Hurricane warnings for North Carolina for Category 3 Earl

By: Dr. Jeff Masters , 3:21 PM GMT on September 01, 2010

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Hurricane warnings are flying for the coast of North Carolina, as Hurricane Earl chugs to the northwest at 17 mph. Earl has weakened some over the past day, thanks to an eyewall replacement cycle and some dry air that got wrapped into the core of the storm. Earl's eye made a direct hit on NOAA buoy 41046 at 4am EDT this morning. The buoy recorded a surface pressure of 943 mb, exactly what the Hurricane Hunters were estimating. The buoy measured winds in the eyewall of 76 mph, gusting to 96 mph. The peak winds of Earl were stronger than this, though, since the buoy only reported measurements once per hour, which is not a fine enough resolution to see the peak winds. The buoy is also located at a height of 5 meters, which is less than the standard ten meter height used to do wind measurements, so an additional upward adjustment needs to be made. Peak waves at the buoy were a remarkable 49 feet.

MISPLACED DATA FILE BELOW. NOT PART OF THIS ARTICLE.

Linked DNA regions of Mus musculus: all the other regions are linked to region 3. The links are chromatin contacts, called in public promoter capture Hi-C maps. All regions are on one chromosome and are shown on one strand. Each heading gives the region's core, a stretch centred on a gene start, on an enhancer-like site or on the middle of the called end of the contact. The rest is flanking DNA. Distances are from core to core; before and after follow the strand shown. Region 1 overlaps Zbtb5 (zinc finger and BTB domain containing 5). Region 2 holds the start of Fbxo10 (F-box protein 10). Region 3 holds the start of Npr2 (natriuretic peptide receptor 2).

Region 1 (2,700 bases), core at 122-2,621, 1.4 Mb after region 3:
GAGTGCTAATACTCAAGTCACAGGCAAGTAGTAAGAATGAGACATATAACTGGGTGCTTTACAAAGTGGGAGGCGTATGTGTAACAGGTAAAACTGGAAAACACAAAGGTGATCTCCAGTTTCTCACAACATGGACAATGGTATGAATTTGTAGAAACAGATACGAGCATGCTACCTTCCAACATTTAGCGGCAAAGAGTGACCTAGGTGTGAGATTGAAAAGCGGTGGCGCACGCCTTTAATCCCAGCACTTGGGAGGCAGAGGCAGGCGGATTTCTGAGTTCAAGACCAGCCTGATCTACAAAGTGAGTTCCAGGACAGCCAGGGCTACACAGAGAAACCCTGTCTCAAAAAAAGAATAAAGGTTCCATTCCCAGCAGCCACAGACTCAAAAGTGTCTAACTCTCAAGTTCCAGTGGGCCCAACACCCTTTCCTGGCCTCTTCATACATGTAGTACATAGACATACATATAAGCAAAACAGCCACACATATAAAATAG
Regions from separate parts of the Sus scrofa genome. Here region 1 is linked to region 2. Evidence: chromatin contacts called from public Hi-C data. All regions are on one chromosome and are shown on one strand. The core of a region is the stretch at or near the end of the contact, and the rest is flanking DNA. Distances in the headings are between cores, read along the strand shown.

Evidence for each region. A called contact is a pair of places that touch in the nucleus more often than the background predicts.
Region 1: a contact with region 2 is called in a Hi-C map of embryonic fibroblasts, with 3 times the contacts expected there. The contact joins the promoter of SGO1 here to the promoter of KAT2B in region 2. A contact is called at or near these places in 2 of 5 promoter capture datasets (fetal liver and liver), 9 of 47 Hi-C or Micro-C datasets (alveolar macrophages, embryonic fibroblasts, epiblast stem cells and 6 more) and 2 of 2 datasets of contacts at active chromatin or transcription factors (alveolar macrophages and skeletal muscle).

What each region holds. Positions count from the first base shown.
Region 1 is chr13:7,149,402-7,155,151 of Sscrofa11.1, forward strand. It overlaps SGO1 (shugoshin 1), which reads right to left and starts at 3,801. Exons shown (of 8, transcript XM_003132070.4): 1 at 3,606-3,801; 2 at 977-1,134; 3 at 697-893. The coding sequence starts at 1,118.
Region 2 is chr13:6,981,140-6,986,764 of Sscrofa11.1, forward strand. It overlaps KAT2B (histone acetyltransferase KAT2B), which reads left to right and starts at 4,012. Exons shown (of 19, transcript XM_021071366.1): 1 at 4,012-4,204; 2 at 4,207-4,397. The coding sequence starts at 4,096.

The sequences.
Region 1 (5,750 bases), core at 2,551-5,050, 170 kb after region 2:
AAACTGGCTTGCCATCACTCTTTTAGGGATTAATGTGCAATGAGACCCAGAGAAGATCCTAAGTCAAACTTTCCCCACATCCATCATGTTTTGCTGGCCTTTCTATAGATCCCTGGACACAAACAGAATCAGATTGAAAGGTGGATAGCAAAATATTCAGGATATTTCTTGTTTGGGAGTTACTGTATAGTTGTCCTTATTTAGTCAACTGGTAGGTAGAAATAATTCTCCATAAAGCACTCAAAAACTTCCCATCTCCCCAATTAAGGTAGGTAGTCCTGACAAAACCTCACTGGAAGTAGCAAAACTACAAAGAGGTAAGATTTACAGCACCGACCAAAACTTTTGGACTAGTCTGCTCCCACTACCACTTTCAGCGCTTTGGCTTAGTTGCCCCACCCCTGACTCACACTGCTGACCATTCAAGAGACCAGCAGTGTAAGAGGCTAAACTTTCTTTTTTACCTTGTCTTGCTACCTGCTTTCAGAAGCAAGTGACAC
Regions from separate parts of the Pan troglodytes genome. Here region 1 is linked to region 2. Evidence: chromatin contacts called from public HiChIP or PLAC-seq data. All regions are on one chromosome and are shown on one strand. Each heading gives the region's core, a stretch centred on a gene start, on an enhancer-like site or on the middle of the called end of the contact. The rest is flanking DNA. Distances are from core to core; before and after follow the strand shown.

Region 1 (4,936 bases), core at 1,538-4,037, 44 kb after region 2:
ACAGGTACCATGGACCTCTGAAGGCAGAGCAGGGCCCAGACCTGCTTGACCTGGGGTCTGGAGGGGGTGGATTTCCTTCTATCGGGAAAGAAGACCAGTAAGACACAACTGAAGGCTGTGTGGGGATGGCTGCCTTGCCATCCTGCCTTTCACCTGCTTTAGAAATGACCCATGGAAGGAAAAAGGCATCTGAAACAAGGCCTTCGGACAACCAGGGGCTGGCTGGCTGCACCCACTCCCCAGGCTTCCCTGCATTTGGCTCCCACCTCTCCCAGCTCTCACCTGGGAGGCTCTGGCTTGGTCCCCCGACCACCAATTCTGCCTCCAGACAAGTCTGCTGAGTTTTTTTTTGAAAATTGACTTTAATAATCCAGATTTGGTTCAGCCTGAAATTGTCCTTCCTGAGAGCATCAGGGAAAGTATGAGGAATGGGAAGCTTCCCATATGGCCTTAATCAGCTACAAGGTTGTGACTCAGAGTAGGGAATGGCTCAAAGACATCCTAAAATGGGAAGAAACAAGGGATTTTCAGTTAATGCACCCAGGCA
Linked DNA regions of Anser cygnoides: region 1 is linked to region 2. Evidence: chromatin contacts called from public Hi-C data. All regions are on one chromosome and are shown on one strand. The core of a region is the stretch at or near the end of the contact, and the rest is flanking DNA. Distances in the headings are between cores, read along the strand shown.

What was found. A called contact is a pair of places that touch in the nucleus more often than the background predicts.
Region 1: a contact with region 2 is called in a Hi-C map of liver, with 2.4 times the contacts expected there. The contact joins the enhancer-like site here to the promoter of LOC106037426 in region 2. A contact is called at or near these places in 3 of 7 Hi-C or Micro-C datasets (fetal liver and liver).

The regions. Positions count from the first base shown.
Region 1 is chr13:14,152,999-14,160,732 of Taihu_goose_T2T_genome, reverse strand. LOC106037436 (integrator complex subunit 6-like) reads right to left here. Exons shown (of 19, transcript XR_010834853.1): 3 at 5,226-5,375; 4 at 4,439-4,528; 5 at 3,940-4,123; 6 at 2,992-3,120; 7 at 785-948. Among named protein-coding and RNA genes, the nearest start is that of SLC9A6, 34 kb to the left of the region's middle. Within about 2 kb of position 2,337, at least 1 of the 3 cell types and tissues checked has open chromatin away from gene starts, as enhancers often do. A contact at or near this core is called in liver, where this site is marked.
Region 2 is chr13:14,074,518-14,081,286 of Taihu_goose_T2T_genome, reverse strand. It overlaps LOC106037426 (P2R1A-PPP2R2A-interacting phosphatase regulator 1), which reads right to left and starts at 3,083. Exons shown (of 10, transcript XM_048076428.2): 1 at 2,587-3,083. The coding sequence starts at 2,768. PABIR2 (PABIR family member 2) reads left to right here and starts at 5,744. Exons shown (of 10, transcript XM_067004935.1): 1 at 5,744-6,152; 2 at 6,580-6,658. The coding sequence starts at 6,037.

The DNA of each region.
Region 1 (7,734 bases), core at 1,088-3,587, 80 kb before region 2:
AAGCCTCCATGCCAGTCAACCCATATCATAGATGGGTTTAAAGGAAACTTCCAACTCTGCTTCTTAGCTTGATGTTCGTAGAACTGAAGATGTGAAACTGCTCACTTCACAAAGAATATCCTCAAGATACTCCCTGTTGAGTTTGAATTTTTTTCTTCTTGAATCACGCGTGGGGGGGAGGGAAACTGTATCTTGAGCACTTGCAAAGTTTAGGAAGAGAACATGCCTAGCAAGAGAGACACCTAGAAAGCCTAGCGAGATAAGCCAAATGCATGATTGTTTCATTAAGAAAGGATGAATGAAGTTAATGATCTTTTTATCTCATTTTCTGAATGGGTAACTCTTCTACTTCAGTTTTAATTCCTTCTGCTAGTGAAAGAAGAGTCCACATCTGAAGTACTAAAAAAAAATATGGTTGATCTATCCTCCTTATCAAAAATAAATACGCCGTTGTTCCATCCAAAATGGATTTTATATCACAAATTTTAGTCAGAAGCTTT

A recent microwave "radar in space" image (Figure 2) shows that dry air has spiraled into the core of Earl, knocking a gap into the southern eyewall. The latest 9am EDT report from the Hurricane Hunters confirmed that the southwest portion of the eyewall was missing. Top winds seen by the Hurricane Hunters were only Category 2 strength, and Earl may be weaker than the stated 125 mph winds in the 11am NHC advisory.


Figure 1. Image of Hurricane Earl taken by astronaut Douglas Wheelock aboard the International Space Station on Tuesday, Aug. 31, 2010.

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Figure 2. Microwave "radar in space" image of Hurricane Earl taken at 6:45am EDT Wednesday, September 1, 2010. The southern portion of Earl's eyewall was missing, thanks to a slug of dry air (blue colors) that had spiraled into Earl's core.

Intensity forecast for Earl